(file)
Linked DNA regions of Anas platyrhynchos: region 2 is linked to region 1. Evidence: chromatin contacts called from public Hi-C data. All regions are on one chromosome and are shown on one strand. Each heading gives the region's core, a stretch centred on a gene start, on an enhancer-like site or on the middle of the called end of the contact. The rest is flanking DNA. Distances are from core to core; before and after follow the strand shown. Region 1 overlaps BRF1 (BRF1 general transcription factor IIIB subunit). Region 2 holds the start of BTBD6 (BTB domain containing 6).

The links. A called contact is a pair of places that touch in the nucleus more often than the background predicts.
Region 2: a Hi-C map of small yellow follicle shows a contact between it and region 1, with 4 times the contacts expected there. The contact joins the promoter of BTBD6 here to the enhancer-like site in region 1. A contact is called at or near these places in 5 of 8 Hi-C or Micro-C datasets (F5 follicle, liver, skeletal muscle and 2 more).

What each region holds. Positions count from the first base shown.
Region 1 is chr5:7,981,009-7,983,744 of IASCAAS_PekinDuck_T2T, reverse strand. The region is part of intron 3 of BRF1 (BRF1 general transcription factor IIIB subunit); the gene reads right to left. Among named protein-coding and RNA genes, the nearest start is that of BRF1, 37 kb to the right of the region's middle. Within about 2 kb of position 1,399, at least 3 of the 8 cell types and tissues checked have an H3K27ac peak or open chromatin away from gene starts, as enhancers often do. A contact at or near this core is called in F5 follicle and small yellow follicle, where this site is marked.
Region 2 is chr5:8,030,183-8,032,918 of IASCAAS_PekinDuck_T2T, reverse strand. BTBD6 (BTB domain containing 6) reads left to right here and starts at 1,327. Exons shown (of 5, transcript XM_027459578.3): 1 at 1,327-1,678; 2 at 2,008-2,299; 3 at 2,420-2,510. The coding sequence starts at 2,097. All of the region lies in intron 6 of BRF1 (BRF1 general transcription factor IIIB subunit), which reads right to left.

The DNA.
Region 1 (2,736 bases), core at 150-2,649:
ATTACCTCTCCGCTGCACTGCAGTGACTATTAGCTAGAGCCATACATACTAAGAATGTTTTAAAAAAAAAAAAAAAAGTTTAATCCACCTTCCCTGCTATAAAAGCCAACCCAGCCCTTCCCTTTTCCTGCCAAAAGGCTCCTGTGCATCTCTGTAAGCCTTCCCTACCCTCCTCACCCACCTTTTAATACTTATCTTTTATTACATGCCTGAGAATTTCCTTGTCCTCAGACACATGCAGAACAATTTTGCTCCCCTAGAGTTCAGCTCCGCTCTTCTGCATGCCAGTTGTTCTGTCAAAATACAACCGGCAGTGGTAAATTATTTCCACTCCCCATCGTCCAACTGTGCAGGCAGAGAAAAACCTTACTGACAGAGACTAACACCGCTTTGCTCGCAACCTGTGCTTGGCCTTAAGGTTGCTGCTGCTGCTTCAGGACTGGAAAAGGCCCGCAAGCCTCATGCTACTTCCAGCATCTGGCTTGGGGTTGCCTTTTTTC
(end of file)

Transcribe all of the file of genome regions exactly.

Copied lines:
Linked DNA regions of Anas platyrhynchos: region 2 is linked to region 1. Evidence: chromatin contacts called from public Hi-C data. All regions are on one chromosome and are shown on one strand. Each heading gives the region's core, a stretch centred on a gene start, on an enhancer-like site or on the middle of the called end of the contact. The rest is flanking DNA. Distances are from core to core; before and after follow the strand shown. Region 1 overlaps BRF1 (BRF1 general transcription factor IIIB subunit). Region 2 holds the start of BTBD6 (BTB domain containing 6).

The links. A called contact is a pair of places that touch in the nucleus more often than the background predicts.
Region 2: a Hi-C map of small yellow follicle shows a contact between it and region 1, with 4 times the contacts expected there. The contact joins the promoter of BTBD6 here to the enhancer-like site in region 1. A contact is called at or near these places in 5 of 8 Hi-C or Micro-C datasets (F5 follicle, liver, skeletal muscle and 2 more).

What each region holds. Positions count from the first base shown.
Region 1 is chr5:7,981,009-7,983,744 of IASCAAS_PekinDuck_T2T, reverse strand. The region is part of intron 3 of BRF1 (BRF1 general transcription factor IIIB subunit); the gene reads right to left. Among named protein-coding and RNA genes, the nearest start is that of BRF1, 37 kb to the right of the region's middle. Within about 2 kb of position 1,399, at least 3 of the 8 cell types and tissues checked have an H3K27ac peak or open chromatin away from gene starts, as enhancers often do. A contact at or near this core is called in F5 follicle and small yellow follicle, where this site is marked.
Region 2 is chr5:8,030,183-8,032,918 of IASCAAS_PekinDuck_T2T, reverse strand. BTBD6 (BTB domain containing 6) reads left to right here and starts at 1,327. Exons shown (of 5, transcript XM_027459578.3): 1 at 1,327-1,678; 2 at 2,008-2,299; 3 at 2,420-2,510. The coding sequence starts at 2,097. All of the region lies in intron 6 of BRF1 (BRF1 general transcription factor IIIB subunit), which reads right to left.

The DNA.
Region 1 (2,736 bases), core at 150-2,649:
ATTACCTCTCCGCTGCACTGCAGTGACTATTAGCTAGAGCCATACATACTAAGAATGTTTTAAAAAAAAAAAAAAAAGTTTAATCCACCTTCCCTGCTATAAAAGCCAACCCAGCCCTTCCCTTTTCCTGCCAAAAGGCTCCTGTGCATCTCTGTAAGCCTTCCCTACCCTCCTCACCCACCTTTTAATACTTATCTTTTATTACATGCCTGAGAATTTCCTTGTCCTCAGACACATGCAGAACAATTTTGCTCCCCTAGAGTTCAGCTCCGCTCTTCTGCATGCCAGTTGTTCTGTCAAAATACAACCGGCAGTGGTAAATTATTTCCACTCCCCATCGTCCAACTGTGCAGGCAGAGAAAAACCTTACTGACAGAGACTAACACCGCTTTGCTCGCAACCTGTGCTTGGCCTTAAGGTTGCTGCTGCTGCTTCAGGACTGGAAAAGGCCCGCAAGCCTCATGCTACTTCCAGCATCTGGCTTGGGGTTGCCTTTTTTC